"Can you please advise me how to start the farewell dinner for our big boss (it will be held in a chic restaurant)?
When do we start the farewell speech and giving of farewell gift - before or after the dinner?
Also, should there be a farewell cake or no need? Thanks a lot in advance!"

Juliet from United Arab Emirates

First of all, when having a farewell dinner with a presentation or speech and gift, someone needs to be the designated host or Master of Ceremonies (depending on how formal the farewell is).

The host or the MC will publicly introduce, then seat, the guest of honor when they arrive. The farewell speech should be given after the main course, and the gift should be presented to the guest of honor at the end of the speech.
If the host/MC is NOT giving the speech, they will need to publicly introduce the person giving the speech. Then at the end of the speech and gift presentation, they ask if the guest of honor has anything they would like to say. If the offer is declined, or when the guest of honor finishes their speech, the host/MC will thank the guest of honor for their words, then toast the guest of honor.
This way everybody at the farewell dinner will be comfortable that the dinner will go smoothly as someone is directing the evening festivities.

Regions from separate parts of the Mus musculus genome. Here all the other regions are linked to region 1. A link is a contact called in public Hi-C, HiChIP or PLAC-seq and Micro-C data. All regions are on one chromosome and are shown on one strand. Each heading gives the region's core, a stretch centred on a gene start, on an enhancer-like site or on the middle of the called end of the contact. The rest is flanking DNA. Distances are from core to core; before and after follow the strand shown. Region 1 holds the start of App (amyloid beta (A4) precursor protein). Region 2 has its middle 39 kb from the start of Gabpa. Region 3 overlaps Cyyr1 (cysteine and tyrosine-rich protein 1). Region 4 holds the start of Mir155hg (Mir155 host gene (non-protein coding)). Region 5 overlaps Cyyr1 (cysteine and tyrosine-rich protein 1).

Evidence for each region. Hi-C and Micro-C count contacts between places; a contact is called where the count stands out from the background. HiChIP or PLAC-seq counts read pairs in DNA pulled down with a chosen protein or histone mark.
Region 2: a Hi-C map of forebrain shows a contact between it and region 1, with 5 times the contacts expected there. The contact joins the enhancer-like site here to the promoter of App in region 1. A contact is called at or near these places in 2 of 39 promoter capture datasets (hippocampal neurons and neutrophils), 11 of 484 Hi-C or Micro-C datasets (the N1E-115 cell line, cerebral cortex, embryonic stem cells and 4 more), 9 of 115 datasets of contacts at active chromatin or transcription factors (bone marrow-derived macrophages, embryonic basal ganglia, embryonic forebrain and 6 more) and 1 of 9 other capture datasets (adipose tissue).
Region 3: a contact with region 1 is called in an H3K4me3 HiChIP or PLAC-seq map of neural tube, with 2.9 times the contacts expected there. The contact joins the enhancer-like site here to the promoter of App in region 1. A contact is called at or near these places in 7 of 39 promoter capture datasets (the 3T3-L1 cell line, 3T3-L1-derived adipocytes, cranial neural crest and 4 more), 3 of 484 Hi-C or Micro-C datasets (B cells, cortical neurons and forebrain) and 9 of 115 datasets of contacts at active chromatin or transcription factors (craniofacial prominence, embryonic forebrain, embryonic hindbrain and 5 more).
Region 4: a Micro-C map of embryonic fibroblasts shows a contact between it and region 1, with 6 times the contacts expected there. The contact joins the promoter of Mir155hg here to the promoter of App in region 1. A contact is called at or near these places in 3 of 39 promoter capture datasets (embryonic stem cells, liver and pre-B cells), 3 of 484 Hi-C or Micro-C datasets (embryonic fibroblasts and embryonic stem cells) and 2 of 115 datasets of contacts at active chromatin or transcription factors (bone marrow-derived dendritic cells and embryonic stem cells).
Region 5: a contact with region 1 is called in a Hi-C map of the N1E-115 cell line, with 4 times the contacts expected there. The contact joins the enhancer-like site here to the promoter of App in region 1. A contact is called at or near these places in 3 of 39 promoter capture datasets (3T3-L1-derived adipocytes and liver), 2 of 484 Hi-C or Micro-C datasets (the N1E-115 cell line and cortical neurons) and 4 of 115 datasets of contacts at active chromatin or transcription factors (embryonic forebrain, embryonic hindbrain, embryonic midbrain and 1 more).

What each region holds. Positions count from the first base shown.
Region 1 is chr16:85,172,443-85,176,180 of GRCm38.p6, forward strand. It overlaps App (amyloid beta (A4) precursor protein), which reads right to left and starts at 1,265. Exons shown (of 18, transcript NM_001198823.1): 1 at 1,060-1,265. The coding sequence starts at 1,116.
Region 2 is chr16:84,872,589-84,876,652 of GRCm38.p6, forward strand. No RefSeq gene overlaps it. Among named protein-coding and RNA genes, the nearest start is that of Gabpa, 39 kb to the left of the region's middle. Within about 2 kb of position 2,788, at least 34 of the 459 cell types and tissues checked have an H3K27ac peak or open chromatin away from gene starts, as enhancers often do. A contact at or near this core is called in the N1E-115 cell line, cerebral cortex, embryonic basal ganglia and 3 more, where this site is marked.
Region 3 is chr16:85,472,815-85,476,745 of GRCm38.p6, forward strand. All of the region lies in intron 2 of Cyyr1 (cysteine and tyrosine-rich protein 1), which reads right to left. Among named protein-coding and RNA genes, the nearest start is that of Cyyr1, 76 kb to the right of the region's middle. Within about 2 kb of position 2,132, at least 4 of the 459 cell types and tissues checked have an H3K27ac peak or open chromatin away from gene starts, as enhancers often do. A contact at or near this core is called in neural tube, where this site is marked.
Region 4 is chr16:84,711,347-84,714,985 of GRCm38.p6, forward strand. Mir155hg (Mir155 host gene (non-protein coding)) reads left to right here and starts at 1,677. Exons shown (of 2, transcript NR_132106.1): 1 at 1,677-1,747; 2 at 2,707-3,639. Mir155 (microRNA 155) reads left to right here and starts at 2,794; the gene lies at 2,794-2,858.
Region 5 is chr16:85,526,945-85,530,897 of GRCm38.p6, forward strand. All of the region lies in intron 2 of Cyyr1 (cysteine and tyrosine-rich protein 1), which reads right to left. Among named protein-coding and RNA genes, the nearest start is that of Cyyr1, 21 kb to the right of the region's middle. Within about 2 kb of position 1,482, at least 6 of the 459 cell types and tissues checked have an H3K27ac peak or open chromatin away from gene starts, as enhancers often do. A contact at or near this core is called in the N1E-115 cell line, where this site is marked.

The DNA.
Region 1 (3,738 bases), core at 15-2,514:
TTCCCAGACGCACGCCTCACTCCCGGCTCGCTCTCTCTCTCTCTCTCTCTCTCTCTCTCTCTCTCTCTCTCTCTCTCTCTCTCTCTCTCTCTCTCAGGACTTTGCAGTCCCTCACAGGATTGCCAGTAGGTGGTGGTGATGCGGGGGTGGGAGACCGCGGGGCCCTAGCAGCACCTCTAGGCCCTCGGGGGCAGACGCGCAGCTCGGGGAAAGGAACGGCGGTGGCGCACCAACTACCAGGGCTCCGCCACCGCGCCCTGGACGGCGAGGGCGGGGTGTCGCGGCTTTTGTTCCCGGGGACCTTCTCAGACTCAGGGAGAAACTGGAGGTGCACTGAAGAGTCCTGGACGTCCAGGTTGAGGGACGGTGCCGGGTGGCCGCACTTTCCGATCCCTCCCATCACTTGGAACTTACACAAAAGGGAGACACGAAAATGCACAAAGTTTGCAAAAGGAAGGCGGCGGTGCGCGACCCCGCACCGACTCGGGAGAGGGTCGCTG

A farewell cake is a nice touch for dessert.

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Click for some reasons on why you should bother with farewells

Farewell Boss Question 5
"My boss is leaving for a new job closer to her hometown. She has been very unhappy for four years because she wanted as job closer to her family. She does not want a party and the staff doesn't want to give her one either. What can we, the managers under her do to say goodbye and good luck?"
Susan from United States

This is a wonderful time because your boss is finally getting what she wants: to be closer to family!  And there is almost nothing more important than family.  You must agree, Susan, because you care enough about relationships to want to give your boss a nice send-off.

So if you mean that your boss doesn't want a LARGE party, maybe have a small, informal morning tea in the workplace kitchen.  This event will focus on your boss celebrating getting closer to family, rather than a farewell from a place she was never really happy at.

If you mean that she doesn't even want to share a cup of tea and cake with even a small crowd, then I suggest doing a few 'small' things, for example:

  • creating a tribute or digital scrapbook and ensuring there are a lot of comments on it,
  • have a lovely bunch of flowers in a vase waiting on her desk before she arrives on her last day of work,
  • have a succession of people drop by her desk (one at a time) to say goodbye and good luck - make sure they keep the visits short, and have them focus on celebrating her closeness to family.

It only needs a little bit of effort to make someone feel like they belonged.  In the end it's not what you give or how extravagant you can be, it's how you can make them feel!